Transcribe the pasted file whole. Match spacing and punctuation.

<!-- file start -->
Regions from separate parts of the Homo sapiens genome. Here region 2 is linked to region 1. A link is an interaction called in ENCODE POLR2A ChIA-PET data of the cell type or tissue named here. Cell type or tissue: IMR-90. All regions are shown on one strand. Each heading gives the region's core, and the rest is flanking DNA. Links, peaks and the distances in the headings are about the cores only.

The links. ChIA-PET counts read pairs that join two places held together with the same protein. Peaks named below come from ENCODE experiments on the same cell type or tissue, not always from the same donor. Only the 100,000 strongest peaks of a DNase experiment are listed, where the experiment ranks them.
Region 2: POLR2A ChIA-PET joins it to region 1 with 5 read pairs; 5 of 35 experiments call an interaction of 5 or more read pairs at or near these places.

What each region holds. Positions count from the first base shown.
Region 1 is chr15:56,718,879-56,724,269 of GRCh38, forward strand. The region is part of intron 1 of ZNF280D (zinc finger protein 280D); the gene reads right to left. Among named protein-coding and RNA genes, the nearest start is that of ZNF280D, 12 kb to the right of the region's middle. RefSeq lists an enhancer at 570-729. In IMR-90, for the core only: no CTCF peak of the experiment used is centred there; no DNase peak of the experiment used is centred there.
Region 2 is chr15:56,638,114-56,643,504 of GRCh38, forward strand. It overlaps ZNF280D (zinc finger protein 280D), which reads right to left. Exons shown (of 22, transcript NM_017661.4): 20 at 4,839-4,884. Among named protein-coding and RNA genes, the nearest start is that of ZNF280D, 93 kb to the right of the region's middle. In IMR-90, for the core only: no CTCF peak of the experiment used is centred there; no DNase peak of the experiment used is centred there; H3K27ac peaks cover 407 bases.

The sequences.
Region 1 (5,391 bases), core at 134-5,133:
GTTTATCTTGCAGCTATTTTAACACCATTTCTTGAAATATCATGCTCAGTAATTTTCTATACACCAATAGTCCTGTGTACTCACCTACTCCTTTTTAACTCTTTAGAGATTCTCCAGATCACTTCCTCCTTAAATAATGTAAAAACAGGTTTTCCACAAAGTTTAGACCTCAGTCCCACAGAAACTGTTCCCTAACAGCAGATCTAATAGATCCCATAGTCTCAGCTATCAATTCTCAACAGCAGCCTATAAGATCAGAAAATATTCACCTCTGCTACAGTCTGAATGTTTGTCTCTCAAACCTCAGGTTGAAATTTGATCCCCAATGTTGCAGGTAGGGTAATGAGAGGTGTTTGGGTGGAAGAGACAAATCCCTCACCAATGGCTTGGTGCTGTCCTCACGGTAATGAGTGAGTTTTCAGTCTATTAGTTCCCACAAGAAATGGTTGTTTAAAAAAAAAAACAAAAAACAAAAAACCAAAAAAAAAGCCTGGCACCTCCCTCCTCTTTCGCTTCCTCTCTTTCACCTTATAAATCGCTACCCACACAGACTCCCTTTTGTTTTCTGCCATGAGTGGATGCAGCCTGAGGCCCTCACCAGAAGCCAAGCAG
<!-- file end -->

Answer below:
Regions from separate parts of the Homo sapiens genome. Here region 2 is linked to region 1. A link is an interaction called in ENCODE POLR2A ChIA-PET data of the cell type or tissue named here. Cell type or tissue: IMR-90. All regions are shown on one strand. Each heading gives the region's core, and the rest is flanking DNA. Links, peaks and the distances in the headings are about the cores only.

The links. ChIA-PET counts read pairs that join two places held together with the same protein. Peaks named below come from ENCODE experiments on the same cell type or tissue, not always from the same donor. Only the 100,000 strongest peaks of a DNase experiment are listed, where the experiment ranks them.
Region 2: POLR2A ChIA-PET joins it to region 1 with 5 read pairs; 5 of 35 experiments call an interaction of 5 or more read pairs at or near these places.

What each region holds. Positions count from the first base shown.
Region 1 is chr15:56,718,879-56,724,269 of GRCh38, forward strand. The region is part of intron 1 of ZNF280D (zinc finger protein 280D); the gene reads right to left. Among named protein-coding and RNA genes, the nearest start is that of ZNF280D, 12 kb to the right of the region's middle. RefSeq lists an enhancer at 570-729. In IMR-90, for the core only: no CTCF peak of the experiment used is centred there; no DNase peak of the experiment used is centred there.
Region 2 is chr15:56,638,114-56,643,504 of GRCh38, forward strand. It overlaps ZNF280D (zinc finger protein 280D), which reads right to left. Exons shown (of 22, transcript NM_017661.4): 20 at 4,839-4,884. Among named protein-coding and RNA genes, the nearest start is that of ZNF280D, 93 kb to the right of the region's middle. In IMR-90, for the core only: no CTCF peak of the experiment used is centred there; no DNase peak of the experiment used is centred there; H3K27ac peaks cover 407 bases.

The sequences.
Region 1 (5,391 bases), core at 134-5,133:
GTTTATCTTGCAGCTATTTTAACACCATTTCTTGAAATATCATGCTCAGTAATTTTCTATACACCAATAGTCCTGTGTACTCACCTACTCCTTTTTAACTCTTTAGAGATTCTCCAGATCACTTCCTCCTTAAATAATGTAAAAACAGGTTTTCCACAAAGTTTAGACCTCAGTCCCACAGAAACTGTTCCCTAACAGCAGATCTAATAGATCCCATAGTCTCAGCTATCAATTCTCAACAGCAGCCTATAAGATCAGAAAATATTCACCTCTGCTACAGTCTGAATGTTTGTCTCTCAAACCTCAGGTTGAAATTTGATCCCCAATGTTGCAGGTAGGGTAATGAGAGGTGTTTGGGTGGAAGAGACAAATCCCTCACCAATGGCTTGGTGCTGTCCTCACGGTAATGAGTGAGTTTTCAGTCTATTAGTTCCCACAAGAAATGGTTGTTTAAAAAAAAAAACAAAAAACAAAAAACCAAAAAAAAAGCCTGGCACCTCCCTCCTCTTTCGCTTCCTCTCTTTCACCTTATAAATCGCTACCCACACAGACTCCCTTTTGTTTTCTGCCATGAGTGGATGCAGCCTGAGGCCCTCACCAGAAGCCAAGCAG